Wednesday, July 20, 2016

On Your Mark, Get Set...Engineer! What is Engineering?

What is Engineering? (Ages 7-11)


Join Civil Engineer Carrie Feuer P.E. as we explore what things around us are engineered and brainstorm/prototype our own inventions!

As kids are arriving, display non-fiction, biography, picture book & fiction books on engineering & inventions – optional read one to the early arrivals. 609s, 620s, plus Dotty Inventions (and Some Real Ones Too) – Roger McGough (J609 MCG),  Rosie Revere, Engineer - Andrea Beaty (& her Iggy Peck, Architect), The Most Magnificent Thing – Ashley Spires, If I Built a Car / House – Chris Van Dusen, Hooray for Inventors – Marcia Williams (609.22 WIL) (graphic novel), So You Want to Be an Inventor – 608 St. George, Girls Think of Everything– Catherine Thimmesh (609.2 THI),  Imaginative Inventions 609 HAR, Incredible Inventions: Poems 811.008 INC,11 Experiments that Failed – Jenny Offill, You Choose (JFic You) series.

Biographies about: Elijah McCoy (The Real McCoy, All Aboard), Edison, Jacques Cousteau, Leonardo Da Vinci, Odd Boy Out: Young Albert Einstein, It’s a Snap: George Eastman’s First Photograph, The Man Who Made Time Travel – Lasky (JB Harrison), Earmuffs for Everyone: How Chester Greenwood became Known as the Inventor of Earmuffs – Meghan McCarthy, Spic-and-Span: Lillian Gilbreath’s Wonder Kitchen – Monica Kulling,  Electrical Wizard: How Nikola Tesla Lit Up the World - Elizabeth Rusch,  In the Bag: Margaret Knight Wraps Its Up -- Monica Kulling, The (Boy Who Harnessed the Wind – William Kamkwamba & Bryan Mealer, Ben Franklin’s Big Splash – Barb Rosenstock

Opened by asking: What is engineering?  What is an engineer?  What do engineers do? Do they know any engineers.

Carrie Feuer pulled out some manufactured objects and asked – is this engineered?     What do engineers look like? – share some non-stereotypical pictures (at bottom of this program plan).

“Scientists study the world as it is; engineers create the world that has never been.” --Theodore van Karman, physicist and NASA aerospace engineer


Explore the Engineering Design Process:




Group the kids into teams (<= 4 people) – challenge: “design and build a device that will slow the descent (define) of an object”  (The original SciGirls resources used the word “parachute” but the scigirls training suggested making it a more open-ended challenge – the directions below have been modified to reflect that.)   

Before they start designing -- Ask – why would you need something like this? (SciGirls research discovered that girls particularly like to think about reasons for tech) Possible answers: people jumping out of airplanes, humanitarian delivery of food or medicine to places that a plane can’t land, escape from a tall building…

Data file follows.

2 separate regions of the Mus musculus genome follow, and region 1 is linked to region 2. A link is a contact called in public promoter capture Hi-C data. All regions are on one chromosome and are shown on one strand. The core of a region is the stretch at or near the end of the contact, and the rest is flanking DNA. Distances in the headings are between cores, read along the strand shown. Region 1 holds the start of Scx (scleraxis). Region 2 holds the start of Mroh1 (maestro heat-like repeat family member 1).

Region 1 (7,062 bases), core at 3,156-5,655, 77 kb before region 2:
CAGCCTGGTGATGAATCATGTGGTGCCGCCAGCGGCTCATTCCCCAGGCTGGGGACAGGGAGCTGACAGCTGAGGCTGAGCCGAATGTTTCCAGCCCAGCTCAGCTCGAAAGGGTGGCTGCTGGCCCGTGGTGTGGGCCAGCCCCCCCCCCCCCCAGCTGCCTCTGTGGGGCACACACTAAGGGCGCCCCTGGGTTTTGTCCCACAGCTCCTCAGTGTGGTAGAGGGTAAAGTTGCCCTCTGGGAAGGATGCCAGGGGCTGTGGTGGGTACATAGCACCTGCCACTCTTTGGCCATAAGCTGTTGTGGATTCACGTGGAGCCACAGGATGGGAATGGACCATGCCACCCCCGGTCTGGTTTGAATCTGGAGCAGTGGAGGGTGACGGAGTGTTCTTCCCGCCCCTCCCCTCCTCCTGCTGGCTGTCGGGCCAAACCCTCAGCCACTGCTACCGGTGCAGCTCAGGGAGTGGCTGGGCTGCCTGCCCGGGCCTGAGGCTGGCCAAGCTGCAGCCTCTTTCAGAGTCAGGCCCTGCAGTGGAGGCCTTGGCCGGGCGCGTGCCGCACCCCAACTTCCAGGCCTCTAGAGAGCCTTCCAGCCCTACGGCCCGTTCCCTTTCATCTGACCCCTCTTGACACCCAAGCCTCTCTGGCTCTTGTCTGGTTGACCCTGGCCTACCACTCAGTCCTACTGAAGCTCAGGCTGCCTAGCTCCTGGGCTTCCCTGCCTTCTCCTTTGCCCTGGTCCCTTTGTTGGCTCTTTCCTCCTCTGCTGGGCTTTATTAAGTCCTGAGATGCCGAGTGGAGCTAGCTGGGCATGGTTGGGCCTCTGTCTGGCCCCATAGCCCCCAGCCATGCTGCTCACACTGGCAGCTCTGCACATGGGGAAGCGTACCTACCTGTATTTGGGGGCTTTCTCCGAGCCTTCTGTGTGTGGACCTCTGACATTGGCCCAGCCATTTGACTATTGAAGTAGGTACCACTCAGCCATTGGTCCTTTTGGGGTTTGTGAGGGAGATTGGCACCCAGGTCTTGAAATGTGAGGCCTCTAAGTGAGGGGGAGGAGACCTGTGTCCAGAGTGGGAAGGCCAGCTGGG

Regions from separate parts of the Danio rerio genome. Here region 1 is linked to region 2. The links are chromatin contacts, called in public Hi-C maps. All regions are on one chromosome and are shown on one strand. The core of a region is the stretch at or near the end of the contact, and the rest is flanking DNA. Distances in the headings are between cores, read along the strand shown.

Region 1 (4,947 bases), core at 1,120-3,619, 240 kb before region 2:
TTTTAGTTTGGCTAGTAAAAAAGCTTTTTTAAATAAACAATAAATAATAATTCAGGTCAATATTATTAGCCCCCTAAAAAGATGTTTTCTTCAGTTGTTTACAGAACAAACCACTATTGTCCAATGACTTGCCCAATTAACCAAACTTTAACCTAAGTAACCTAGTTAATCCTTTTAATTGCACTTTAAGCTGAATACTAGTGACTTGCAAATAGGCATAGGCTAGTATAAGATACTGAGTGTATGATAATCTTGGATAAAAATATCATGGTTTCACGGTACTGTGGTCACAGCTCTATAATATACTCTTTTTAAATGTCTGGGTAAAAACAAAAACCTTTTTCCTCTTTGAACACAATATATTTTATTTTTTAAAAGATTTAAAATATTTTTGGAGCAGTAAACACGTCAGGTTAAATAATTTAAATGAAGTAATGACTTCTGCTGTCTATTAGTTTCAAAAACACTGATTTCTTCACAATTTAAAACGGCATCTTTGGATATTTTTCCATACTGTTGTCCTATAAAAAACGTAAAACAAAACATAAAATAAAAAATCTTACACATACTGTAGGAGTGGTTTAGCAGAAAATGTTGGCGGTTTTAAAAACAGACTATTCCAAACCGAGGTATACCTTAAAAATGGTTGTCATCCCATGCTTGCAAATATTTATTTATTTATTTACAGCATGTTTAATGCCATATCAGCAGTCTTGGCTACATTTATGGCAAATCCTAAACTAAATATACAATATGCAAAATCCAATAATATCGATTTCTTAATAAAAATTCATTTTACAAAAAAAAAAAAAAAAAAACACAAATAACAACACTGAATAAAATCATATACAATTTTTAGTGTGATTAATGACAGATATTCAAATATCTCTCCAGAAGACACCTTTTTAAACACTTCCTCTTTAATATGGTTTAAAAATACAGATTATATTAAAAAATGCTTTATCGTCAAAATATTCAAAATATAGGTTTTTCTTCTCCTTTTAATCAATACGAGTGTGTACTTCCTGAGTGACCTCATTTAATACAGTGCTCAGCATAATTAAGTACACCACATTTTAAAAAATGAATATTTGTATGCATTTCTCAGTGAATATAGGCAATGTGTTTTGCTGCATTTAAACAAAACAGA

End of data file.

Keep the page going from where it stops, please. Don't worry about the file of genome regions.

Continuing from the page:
Parachute Parade



  • Several items from this list: plastic wrap, tissues, paper towels, plastic bags, tissue paper, coffee filters, handkerchiefs, straws 
  • 1 toy minifigure (Lego, for example)
  • string or thread or yarn
  • scissors
  • tape
  • paper and pencil
  • optional: stopwatch


  1. Your challenge is to make something that will slow the descent of a toy minifigure  (You can work in groups of up to 4 people). 
  2. Take a few minutes to brainstorm designs before beginning.
  3. Then we’ll test them and see how they work.  We’ll see which design helps our Lego guy/gal to fall the slowest (has the most drag).
  4. We can make a prediction before testing. (Stand on a chair and use a stopwatch to time each descent and/or hold two at the same height and drop them at the same time – which has the most drag?)
  5. Look at your results. Was your prediction correct? Why did one minifigure descend slower than another?

See More Tips in the PDF

More info at

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more at: 

additional pictures of an unconventional mechanical engineer – Lyra Levin, Chief Mechanical Engineer at – building a 15ft high robot & hanging from one of its arms…


and at Burning Man 2015 building a musical Tesla coil:



More Pix at

7.2016 BWL

Next time: Water Water Everywhere & Not a Drop to Drink! (Ages 7-11)

Join Civil Engineer Carrie Feuer P.E.  as we do hands-on explorations of how water goes from dirty to clean.

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